I like to tell my students that archaeology is like a giant jigsaw puzzle—with half the pieces missing. One such mystery is close to home: the Ellington Stone. This 8” X 11” piece of limestone was found in Ellington County, Illinois, sometime between 1907 and 1920 by an arrowhead hunter. Someone chiseled the date 1671 and Jesuit symbols (the letters “IHS,” usually interpreted as a Greek abbreviation for Jesus, and two crosses) on the stone, but whodunit? And when?
Is this a marker left by the French explorer La Salle who may have been in Illinois that year? If so, it’s two years earlier than the date of the Marquette-Joliet expedition down the Mississippi. If the Ellington Stone is authentic, then historians will have to rewrite history to reflect the earlier discovery of Illinois by Europeans.
Or is it a fake, carved by a twentieth century forger? How do you prove it? Well, the missing pieces of the jigsaw puzzle include the archaeological context: the artifact was ripped out of a creek bed and carted home in a bucket, where it was scrubbed and then cleaned by helpful carpenters wielding screwdrivers and metal spikes. You can see the scratches left by the carpenters deep inside the carved letters and numerals. Anything that could have been useful in determining authenticity (older tool marks, lichens, organic material that might possibly be carbon-dated) has been removed or obscured by modern meddling.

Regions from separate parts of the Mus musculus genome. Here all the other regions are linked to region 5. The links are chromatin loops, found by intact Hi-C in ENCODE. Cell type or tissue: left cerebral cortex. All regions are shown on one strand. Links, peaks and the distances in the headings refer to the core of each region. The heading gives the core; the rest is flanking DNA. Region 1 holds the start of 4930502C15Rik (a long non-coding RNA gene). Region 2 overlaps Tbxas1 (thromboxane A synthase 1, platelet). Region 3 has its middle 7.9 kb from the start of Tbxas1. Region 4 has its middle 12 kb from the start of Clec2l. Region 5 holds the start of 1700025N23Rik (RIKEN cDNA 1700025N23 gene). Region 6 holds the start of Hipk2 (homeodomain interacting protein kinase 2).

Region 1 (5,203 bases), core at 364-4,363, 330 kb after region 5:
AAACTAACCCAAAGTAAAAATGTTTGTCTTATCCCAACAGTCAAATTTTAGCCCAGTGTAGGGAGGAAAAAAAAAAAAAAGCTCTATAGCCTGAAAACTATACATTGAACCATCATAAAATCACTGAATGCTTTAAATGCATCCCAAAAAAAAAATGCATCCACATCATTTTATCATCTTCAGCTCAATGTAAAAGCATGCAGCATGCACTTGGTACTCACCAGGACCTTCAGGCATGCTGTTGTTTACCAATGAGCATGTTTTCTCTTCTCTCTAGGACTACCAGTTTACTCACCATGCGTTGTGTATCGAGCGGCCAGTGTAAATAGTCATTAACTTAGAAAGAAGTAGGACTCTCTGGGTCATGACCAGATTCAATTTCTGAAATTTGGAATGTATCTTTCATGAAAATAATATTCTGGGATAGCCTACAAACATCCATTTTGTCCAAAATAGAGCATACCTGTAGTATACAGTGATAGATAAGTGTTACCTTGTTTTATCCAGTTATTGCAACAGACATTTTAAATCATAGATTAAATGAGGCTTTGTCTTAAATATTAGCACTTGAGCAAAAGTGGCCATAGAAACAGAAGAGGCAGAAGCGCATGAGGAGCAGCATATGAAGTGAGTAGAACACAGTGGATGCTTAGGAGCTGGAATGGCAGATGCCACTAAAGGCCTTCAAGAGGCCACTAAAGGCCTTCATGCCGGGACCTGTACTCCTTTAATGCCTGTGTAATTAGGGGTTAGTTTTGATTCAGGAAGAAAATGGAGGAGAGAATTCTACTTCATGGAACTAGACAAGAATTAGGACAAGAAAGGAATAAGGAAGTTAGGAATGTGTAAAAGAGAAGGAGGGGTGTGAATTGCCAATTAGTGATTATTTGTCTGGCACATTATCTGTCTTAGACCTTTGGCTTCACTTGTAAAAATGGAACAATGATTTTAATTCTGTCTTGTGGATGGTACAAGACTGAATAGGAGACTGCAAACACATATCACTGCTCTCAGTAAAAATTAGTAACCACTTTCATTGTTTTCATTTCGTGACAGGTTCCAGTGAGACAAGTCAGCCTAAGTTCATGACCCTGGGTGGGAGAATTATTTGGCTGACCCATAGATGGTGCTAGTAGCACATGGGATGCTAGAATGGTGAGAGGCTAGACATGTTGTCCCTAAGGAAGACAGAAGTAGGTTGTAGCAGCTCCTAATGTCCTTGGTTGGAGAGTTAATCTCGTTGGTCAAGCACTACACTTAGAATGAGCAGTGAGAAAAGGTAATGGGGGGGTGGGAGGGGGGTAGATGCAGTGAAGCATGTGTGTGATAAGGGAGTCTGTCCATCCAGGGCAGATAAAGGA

A University of Illinois team was able to type the limestone. The texture and fossil content of the Ellington Stone match well with limestone from Western Illinois formations. Unfortunately, that still doesn’t help us with the problem of when the date 1671 and the Jesuit symbols were carved. The other missing piece to this puzzle is the lack of a comparable artifact—if it’s an exploration marker, how come no one has found others like it? Or perhaps we’re on the wrong track altogether and it’s the tombstone of an unknown Jesuit.
Check here for more on the scientific testing of the Ellington Stone.